Segregated Proms: An Ongoing Controversy in Georgia
We examine recent efforts by students to overturn the longstanding tradition of segregated proms in many areas of the state, and why the effort still faces challenges today.
Prom is a rite of passage for many high school students; a chance to celebrate with friends before everyone heads in different directions after graduation. For students at some Georgia high schools, the evening celebrations were restricted according to the color of a student’s skin. Segregated proms have been going on in some areas of Georgia for decades since the schools backed out of sponsoring the events. In the hands of parents and students, proms have become an “invitation only” event, with black students hosting one party and white students hosting another.
Change is in the Air
This year, four students at Wilcox County High School decided it was time for a change. The female students, two white and two black, have decided it is time for their school to have an integrated prom. The students created an Integrated Prom Facebook page, where they wrote, “We live in rural south Georgia, where not too many things change. Well, as a group of adamant high school seniors, we want to make a difference in our community. For the first time in the history of our county, we plan to have an integrated prom.”
The four friends began their campaign when they decided they all wanted to be able to enjoy their senior prom together. One of the girls, Quanesha Wallace, had been elected homecoming queen for her school in the fall. However, she was unable to attend the white homecoming dance, since she is a black student. Instead, Wallace enjoyed her royal status at the first integrated homecoming dance the school ever hosted. Still, the snub by some of her white classmates “saddened her heart,” according to the Lawrenceville Patch.
Wallace teamed up with three of her classmates and friends; Stephanie Sinnot, Mareshia Rucker, and Keela Bloodworth, to launch the integrated prom campaign. The girls did not realize their efforts would soon grab national headlines and the support of many political figures in Georgia. They have also received financial support to host the first integrated prom Wilcox County High School has ever seen.
The History of Proms in Georgia
Proms stopped being held in Georgia high schools during the 1960s and 1970s when desegregation was in full swing. At that time, high schools stopped throwing the year-end dances out of concern for racial unrest that could rear its ugly head at such an occasion. This led to the holding of proms outside school jurisdiction, and the parties were hosted by parents and students instead. This move led to the idea of a white prom and a black prom, a tradition that has been going on for those many decades.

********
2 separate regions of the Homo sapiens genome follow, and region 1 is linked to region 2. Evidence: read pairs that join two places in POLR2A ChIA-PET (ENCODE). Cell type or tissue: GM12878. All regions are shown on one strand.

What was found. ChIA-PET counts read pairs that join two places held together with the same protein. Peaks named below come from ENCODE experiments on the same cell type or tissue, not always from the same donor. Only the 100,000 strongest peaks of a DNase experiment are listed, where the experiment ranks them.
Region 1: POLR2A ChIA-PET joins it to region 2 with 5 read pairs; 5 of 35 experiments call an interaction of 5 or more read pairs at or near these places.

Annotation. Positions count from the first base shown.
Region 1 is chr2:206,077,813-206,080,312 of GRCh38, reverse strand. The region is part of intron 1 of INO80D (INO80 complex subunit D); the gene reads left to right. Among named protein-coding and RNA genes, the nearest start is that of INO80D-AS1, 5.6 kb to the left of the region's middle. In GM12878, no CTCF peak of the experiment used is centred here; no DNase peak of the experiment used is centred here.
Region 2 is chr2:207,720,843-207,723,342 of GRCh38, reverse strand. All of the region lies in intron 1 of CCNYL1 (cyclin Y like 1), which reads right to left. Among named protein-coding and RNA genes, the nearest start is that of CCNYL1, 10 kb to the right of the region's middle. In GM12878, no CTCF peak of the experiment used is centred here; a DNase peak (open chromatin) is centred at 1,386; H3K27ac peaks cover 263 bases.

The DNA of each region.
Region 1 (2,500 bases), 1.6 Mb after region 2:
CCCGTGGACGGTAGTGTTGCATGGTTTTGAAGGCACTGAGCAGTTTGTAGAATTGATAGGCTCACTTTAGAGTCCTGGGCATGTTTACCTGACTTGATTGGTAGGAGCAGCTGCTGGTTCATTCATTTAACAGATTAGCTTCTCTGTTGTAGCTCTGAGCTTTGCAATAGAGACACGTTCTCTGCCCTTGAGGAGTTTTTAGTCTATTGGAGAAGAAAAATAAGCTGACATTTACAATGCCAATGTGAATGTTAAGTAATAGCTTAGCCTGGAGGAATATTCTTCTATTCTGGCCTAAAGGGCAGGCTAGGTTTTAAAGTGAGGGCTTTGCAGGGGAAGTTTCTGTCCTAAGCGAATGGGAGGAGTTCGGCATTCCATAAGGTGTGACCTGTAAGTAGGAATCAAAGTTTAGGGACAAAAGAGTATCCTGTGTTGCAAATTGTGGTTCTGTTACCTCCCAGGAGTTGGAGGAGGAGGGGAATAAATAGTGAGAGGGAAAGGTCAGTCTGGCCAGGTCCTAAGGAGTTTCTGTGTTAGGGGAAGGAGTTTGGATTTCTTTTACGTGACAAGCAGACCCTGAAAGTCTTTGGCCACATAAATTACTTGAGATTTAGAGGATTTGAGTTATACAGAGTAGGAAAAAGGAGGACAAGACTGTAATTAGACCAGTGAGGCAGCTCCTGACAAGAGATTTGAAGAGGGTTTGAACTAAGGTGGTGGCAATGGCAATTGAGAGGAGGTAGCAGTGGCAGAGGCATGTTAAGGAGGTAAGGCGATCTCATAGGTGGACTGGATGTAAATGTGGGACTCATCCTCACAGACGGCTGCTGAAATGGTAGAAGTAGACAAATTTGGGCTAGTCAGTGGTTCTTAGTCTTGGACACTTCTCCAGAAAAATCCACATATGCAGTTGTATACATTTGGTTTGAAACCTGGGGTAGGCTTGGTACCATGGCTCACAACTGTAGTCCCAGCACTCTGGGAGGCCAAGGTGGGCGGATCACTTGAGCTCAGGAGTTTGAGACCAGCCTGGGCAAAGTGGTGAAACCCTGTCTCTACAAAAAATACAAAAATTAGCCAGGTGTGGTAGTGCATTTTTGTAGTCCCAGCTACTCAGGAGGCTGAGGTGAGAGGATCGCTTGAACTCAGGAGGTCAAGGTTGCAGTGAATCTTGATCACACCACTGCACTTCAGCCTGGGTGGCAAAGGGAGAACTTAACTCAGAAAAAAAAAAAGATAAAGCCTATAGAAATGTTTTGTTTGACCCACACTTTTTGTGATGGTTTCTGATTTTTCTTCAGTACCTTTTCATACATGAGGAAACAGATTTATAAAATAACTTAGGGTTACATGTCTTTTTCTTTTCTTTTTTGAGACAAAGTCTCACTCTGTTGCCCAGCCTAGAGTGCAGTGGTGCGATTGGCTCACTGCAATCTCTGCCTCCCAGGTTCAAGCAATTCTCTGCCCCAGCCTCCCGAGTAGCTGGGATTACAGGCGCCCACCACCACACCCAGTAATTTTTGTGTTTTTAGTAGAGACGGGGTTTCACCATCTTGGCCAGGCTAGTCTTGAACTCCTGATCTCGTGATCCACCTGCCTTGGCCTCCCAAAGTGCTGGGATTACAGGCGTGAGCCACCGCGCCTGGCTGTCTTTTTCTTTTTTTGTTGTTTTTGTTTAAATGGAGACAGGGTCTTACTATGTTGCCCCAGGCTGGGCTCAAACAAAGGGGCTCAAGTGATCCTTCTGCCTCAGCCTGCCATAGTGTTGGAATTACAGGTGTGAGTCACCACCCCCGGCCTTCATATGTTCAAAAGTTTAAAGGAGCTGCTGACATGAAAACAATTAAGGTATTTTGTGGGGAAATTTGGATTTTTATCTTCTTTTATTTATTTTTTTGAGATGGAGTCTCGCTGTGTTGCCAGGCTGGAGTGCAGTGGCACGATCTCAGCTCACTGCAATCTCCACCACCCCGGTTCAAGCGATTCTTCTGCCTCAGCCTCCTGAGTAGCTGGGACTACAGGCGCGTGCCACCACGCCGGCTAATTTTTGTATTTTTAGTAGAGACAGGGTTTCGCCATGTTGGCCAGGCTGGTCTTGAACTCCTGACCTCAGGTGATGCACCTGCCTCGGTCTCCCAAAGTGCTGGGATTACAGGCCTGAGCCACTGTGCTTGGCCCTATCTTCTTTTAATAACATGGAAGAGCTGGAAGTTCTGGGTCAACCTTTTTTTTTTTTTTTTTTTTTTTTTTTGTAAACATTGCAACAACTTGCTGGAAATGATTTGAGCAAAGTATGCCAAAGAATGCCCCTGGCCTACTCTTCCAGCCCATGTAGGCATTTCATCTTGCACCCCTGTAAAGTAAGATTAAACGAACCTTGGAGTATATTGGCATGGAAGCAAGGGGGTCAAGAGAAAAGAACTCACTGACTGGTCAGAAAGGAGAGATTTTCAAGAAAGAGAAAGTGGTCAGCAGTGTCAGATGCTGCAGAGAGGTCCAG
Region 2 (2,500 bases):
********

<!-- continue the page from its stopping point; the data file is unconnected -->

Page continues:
Wilcox County is not the only Georgia hotspot for the segregation issue. Both Turner County High School and Montgomery County High School recently changed their policies to host integrated proms as well, according to the International Business Times. Now, some of the students at Wilcox County High School would like to follow suit. But the campaign is not without plenty of controversies – some of it coming from high up the political ladder.
Opposition to the Plan
One of the most outspoken critics of the girls’ plan is Georgia Governor Nathan Deal. Forbes reports that Governor Deal has shown no public support for the integrated prom campaign. In fact, when Deal was questioned about the movement, he stated he would not take a side in the matter, according to Forbes.
Deal’s spokesman, Brian Robinson, issued a statement saying, “This is a leftist front group for the state Democratic Party and we’re not going to lend a hand to their silly publicity stunt.”
Robinson was referring to Better Georgia, a leftist organization that urged the governor and other state lawmakers to support the girls’ campaign. A few days later, Robinson released another statement regarding the issue, saying Governor Deal “expects and trusts that local leaders will find a long-term solution that protects the equal rights of all students, regardless of race or ethnic background.”
Support from the Right
Republican Melvin Everson, executive director of the Georgia Commission for Equal Opportunity, has come out in public support of the girls’ campaign. Everson wrote on his Facebook page, “I have spoken to many leaders in Wilcox and they very much want one single prom for all students…I am willing to help fund one single prom for all students that will be an evening to remember. I call upon all those from Wilcox to help make this a reality.”
A number of public officials in Georgia have followed Everson’s lead and given public support to the integrated prom efforts as well. Better Georgia has listed a number of these officials, which includes a nearly equal number of Republicans and Democrats in the state. The Georgia chapter of the NAACP has also lent their support to efforts to have a school-sponsored, integrated prom at Wilcox County High School in 2014.
The efforts by these four Wilcox County seniors have resulted in enough sponsors to hold an integrated prom this month. The integrated prom will take place one week after the “all white” prom, which will still be held as well. According to the Monroe Patch, half the high school voted to attend the “white only” prom, while the rest of the students will be heading to the integrated prom. In addition, administrators from Wilcox County High School plan to meet soon to determine whether they should host a school-sponsored, integrated prom next year.
The integrated prom campaign is a shining example of what can happen when students band together to make a difference in their schools and communities. Sinnot summed it up perfectly in her statement to the International Business News, “We are all friends. It’s just kind of not right that we can’t all go to prom together.”
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